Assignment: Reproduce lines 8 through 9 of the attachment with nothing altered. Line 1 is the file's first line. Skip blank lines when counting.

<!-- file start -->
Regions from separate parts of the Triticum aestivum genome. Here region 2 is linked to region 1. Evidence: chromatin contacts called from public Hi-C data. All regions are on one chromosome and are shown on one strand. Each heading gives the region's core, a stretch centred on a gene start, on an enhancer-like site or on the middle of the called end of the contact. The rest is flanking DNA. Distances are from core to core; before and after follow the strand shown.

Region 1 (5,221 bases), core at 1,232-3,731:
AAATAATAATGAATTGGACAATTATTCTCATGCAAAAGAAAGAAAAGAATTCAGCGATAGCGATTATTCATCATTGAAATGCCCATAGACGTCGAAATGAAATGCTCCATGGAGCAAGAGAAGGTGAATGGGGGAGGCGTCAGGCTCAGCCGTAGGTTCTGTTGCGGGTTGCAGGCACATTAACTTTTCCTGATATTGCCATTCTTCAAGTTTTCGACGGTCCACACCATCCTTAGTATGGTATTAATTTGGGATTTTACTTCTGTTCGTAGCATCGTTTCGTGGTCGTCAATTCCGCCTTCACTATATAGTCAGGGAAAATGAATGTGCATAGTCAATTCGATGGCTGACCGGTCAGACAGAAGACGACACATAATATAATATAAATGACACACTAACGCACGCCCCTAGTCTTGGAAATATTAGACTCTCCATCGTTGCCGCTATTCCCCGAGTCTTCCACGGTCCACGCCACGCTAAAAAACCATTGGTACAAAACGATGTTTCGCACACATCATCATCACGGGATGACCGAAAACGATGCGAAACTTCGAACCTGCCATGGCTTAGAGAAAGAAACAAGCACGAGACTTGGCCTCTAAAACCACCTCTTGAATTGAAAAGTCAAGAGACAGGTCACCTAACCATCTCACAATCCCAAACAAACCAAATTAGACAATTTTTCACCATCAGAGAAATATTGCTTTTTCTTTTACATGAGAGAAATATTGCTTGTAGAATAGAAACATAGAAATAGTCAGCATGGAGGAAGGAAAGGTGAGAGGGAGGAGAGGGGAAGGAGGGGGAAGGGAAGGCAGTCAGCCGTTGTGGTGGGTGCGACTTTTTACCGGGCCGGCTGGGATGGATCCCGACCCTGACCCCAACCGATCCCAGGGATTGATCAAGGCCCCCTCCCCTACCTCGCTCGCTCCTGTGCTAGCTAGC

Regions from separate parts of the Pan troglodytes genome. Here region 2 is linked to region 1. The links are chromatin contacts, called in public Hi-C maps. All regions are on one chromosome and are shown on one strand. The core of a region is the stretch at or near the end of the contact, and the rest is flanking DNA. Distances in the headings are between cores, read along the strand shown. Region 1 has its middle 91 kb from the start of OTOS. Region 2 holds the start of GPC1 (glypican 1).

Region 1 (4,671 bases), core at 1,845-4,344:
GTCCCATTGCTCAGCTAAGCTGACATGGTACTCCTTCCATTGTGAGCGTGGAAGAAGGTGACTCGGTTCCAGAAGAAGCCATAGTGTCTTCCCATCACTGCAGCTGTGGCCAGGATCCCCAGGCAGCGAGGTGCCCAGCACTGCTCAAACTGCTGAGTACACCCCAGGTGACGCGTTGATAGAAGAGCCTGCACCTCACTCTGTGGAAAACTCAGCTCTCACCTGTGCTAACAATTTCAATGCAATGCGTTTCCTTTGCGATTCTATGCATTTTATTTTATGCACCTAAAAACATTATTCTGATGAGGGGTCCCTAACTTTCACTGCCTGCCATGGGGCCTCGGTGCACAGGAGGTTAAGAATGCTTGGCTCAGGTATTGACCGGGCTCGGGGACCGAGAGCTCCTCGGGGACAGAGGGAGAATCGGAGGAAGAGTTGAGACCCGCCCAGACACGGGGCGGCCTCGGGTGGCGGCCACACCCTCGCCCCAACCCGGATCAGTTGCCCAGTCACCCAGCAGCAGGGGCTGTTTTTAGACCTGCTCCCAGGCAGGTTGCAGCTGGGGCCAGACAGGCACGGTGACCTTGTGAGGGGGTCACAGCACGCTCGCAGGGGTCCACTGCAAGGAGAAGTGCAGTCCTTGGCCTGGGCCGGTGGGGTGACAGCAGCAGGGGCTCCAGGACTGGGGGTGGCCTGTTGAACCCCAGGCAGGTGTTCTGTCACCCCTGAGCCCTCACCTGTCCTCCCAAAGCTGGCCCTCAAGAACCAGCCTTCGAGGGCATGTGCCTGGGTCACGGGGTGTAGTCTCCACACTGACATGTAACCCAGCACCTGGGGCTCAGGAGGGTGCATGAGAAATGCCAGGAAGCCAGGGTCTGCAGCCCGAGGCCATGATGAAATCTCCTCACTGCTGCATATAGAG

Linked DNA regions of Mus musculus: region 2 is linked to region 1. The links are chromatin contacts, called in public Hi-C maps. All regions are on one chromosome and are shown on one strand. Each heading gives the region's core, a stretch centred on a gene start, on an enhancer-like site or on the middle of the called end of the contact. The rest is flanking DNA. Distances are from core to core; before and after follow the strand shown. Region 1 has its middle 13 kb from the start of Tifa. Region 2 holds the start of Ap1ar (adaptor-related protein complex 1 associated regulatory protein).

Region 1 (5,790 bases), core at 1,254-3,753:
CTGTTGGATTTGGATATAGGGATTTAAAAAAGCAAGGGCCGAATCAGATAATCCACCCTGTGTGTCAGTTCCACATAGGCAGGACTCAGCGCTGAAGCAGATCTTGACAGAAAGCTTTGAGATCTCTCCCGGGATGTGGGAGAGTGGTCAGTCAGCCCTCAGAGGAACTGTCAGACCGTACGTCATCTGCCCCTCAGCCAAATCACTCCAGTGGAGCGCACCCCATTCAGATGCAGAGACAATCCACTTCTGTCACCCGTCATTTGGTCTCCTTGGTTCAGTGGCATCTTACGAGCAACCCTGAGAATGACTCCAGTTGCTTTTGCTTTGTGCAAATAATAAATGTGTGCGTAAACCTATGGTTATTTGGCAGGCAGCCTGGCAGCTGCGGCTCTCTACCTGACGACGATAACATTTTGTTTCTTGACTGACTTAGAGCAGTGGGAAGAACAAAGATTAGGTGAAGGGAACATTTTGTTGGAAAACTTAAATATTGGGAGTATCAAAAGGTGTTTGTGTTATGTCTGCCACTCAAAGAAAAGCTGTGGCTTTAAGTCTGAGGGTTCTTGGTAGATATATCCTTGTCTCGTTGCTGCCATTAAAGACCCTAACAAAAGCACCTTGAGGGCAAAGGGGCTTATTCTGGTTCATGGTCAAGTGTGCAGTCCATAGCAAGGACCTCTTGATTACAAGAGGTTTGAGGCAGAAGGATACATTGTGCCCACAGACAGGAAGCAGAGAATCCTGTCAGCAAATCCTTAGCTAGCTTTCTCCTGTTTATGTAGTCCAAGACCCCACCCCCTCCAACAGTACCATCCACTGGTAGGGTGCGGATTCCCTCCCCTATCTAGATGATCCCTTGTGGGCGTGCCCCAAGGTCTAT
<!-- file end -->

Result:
Region 1 (5,790 bases), core at 1,254-3,753:
CTGTTGGATTTGGATATAGGGATTTAAAAAAGCAAGGGCCGAATCAGATAATCCACCCTGTGTGTCAGTTCCACATAGGCAGGACTCAGCGCTGAAGCAGATCTTGACAGAAAGCTTTGAGATCTCTCCCGGGATGTGGGAGAGTGGTCAGTCAGCCCTCAGAGGAACTGTCAGACCGTACGTCATCTGCCCCTCAGCCAAATCACTCCAGTGGAGCGCACCCCATTCAGATGCAGAGACAATCCACTTCTGTCACCCGTCATTTGGTCTCCTTGGTTCAGTGGCATCTTACGAGCAACCCTGAGAATGACTCCAGTTGCTTTTGCTTTGTGCAAATAATAAATGTGTGCGTAAACCTATGGTTATTTGGCAGGCAGCCTGGCAGCTGCGGCTCTCTACCTGACGACGATAACATTTTGTTTCTTGACTGACTTAGAGCAGTGGGAAGAACAAAGATTAGGTGAAGGGAACATTTTGTTGGAAAACTTAAATATTGGGAGTATCAAAAGGTGTTTGTGTTATGTCTGCCACTCAAAGAAAAGCTGTGGCTTTAAGTCTGAGGGTTCTTGGTAGATATATCCTTGTCTCGTTGCTGCCATTAAAGACCCTAACAAAAGCACCTTGAGGGCAAAGGGGCTTATTCTGGTTCATGGTCAAGTGTGCAGTCCATAGCAAGGACCTCTTGATTACAAGAGGTTTGAGGCAGAAGGATACATTGTGCCCACAGACAGGAAGCAGAGAATCCTGTCAGCAAATCCTTAGCTAGCTTTCTCCTGTTTATGTAGTCCAAGACCCCACCCCCTCCAACAGTACCATCCACTGGTAGGGTGCGGATTCCCTCCCCTATCTAGATGATCCCTTGTGGGCGTGCCCCAAGGTCTAT